Jul 222008
 

My boss walked up to me about naming the project I’m working on, then I was wondering “why the heck do we need to have codenames for projects” anyways, the answer to this question aside, I decided I’d google a bit about this and see what I fell on:

http://codeclimber.net.nz/

I never thought I’d be able to tag together any post with the main topics of my blog: C# coding and Rock Climbing, well I was wrong… watch me.

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 Posted by at 2:17 pm
Jun 152008
 

It’s been a while I haven’t come back here but hey… life is busy. Among other things I got a new job… I’m now working at Illumina in Hayward, Ca, who is in the business of sequencing DNA. So far I’m pretty happy with the environment they provide, everything I’ve ever dreamed of for a long time, lots of smart people, lots of nice technology, and a true enterprise setting… At last I can see what it’s like ! They are the current leaders in the market, let’s hope this is going to last and single molecule sequencing technologies are not going to hit us pretty hard. I’ve already completed a couple projects in Perl and Bash, however I will spend most of the time doing C# development.

I went for a few trips: for Damien’s birthday party I went to do some class 4 white water rafting in Auburn, it was pretty fun and scary in the rapids, especially this “tunnel chute” which is totally impressive, most of the time was spent paddling however, but it was still fun since we kept going at each other and sink each others out of the boats. There were some totally climbable boulders in the valley we rafted down, but they’re probably very inaccessible, but I could totally see some quality problems. Other than that I was surprised to see that some people are still looking for gold along the American River.

Last week we went to Mount Diablo and did some climbs that we don’t usually do, so it was a bit of a change from always going to the lower tier and climb the 90 foot wall.
We were supposed to drive up to Donner lake this week end and do some sport climbs up there, but we didn’t really get through with it, since we didn’t realize it was that far and half a week end is kinda short for such a trip. next time we’ll get it right…

Climbing wise I haven’t done so bad lately, last week I managed to send my first V9 and I also sent a V8 during that same session.

As far a software projects go, I’ve been kindda lousy lately and haven’t been able to finish anything while at the same time starting more things. A facebook app called sentit (i realized later rockclimbing.com does the same thing in better), and also my iphone Etcho App, which is still at the same point. Well I’m back on macOSX this week end and have taken forever to fix up my hackintosh bugs, but hopefully now we’re on the right track. My next post is about fixing those bugs, I don’t want to have to search everywhere again…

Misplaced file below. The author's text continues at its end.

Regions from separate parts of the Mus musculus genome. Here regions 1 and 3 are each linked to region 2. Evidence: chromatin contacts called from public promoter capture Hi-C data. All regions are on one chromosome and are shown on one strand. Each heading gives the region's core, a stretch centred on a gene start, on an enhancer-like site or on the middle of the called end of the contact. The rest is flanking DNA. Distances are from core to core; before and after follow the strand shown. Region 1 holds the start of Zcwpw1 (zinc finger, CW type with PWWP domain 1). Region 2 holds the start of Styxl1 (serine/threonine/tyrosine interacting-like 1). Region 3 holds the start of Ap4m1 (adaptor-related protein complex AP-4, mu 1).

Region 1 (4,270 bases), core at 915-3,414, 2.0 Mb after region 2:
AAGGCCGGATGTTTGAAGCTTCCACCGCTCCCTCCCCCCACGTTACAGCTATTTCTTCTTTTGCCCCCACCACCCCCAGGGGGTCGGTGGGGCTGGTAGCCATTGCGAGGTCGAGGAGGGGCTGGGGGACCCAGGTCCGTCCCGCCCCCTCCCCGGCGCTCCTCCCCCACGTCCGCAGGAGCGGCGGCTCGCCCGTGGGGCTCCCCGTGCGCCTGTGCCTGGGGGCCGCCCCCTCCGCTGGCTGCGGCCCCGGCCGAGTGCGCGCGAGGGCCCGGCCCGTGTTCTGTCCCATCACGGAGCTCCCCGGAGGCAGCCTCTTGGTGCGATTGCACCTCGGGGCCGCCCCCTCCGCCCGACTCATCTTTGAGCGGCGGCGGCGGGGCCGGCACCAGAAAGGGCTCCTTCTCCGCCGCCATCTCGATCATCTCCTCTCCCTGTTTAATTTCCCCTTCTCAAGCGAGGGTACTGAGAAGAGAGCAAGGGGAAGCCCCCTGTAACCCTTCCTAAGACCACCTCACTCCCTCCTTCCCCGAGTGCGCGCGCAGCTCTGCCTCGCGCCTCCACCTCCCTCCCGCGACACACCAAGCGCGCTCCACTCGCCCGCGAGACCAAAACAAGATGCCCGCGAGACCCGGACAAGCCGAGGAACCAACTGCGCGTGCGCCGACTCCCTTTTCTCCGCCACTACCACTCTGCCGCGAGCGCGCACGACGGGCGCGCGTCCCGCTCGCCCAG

update: well I got the keyboard working yesterday but now it’s not working so my next article is going to have to wait…

 Posted by at 5:49 pm  Tagged with:
Apr 052008
 

In my previous posts about running Blat searches on the Sun Grid Engine, I mentioned I would follow up to report what kind of money we’re looking into when running such searches for mapping large amounts of sequences. The results were pretty impressive and nothing like my first benchmarks suggested. At first I reported that it would cost approximately 730$ to map about 280Mb of dna sequence. This was sort of expensive, but not expensive enough to prevent us from running it. However I inferred this only on the results of one run where the best thing to do would have been to base myself on running 2 runs because of the overhead costs of starting a program (and loading all the needed resources). It turns out that the test program run time was mostly due to overhead costs. To my great surprise when I did the actual blat run on the 280Mb of sequences which I expected to be roughly $400-500 or cpu hours it turned out it took only 11 cpu hours !! In addition surprisingly the Repeat Masker step is the one that is now more costly: where as it used to cost roughly a third or a fourth of the compute time of blat on a standalone workstation, it is now costing about 3 times more in the grid engine setup.

Under the grid engine setup on Network.com, we can not only run blat on several hundreds of nodes, it also will run roughly 10 times faster on each node than it does on my workstation. It seems blat benefits a lot from being run in 64 bit mode, or the memory installed on the sun hardware is top of the line, since blat is mostly memory accesses.